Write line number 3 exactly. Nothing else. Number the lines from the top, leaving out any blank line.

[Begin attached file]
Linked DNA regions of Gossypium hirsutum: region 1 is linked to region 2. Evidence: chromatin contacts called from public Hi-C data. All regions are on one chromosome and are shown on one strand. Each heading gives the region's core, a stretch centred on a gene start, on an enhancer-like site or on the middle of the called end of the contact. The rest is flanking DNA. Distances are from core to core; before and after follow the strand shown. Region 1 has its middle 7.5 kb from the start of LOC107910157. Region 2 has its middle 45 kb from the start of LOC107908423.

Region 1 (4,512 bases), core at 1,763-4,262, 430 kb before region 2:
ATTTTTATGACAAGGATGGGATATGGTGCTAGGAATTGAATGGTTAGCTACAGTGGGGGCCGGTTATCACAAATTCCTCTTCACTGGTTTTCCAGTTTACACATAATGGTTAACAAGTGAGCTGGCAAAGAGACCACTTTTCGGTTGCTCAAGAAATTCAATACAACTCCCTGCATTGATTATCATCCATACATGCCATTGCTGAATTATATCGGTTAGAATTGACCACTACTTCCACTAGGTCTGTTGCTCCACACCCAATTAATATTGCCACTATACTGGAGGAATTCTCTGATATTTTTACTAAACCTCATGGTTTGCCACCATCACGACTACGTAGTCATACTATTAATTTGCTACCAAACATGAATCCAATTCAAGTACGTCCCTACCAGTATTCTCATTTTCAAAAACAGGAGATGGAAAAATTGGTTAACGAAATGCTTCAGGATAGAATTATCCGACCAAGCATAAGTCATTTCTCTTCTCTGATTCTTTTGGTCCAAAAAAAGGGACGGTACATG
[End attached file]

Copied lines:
ATTTTTATGACAAGGATGGGATATGGTGCTAGGAATTGAATGGTTAGCTACAGTGGGGGCCGGTTATCACAAATTCCTCTTCACTGGTTTTCCAGTTTACACATAATGGTTAACAAGTGAGCTGGCAAAGAGACCACTTTTCGGTTGCTCAAGAAATTCAATACAACTCCCTGCATTGATTATCATCCATACATGCCATTGCTGAATTATATCGGTTAGAATTGACCACTACTTCCACTAGGTCTGTTGCTCCACACCCAATTAATATTGCCACTATACTGGAGGAATTCTCTGATATTTTTACTAAACCTCATGGTTTGCCACCATCACGACTACGTAGTCATACTATTAATTTGCTACCAAACATGAATCCAATTCAAGTACGTCCCTACCAGTATTCTCATTTTCAAAAACAGGAGATGGAAAAATTGGTTAACGAAATGCTTCAGGATAGAATTATCCGACCAAGCATAAGTCATTTCTCTTCTCTGATTCTTTTGGTCCAAAAAAAGGGACGGTACATG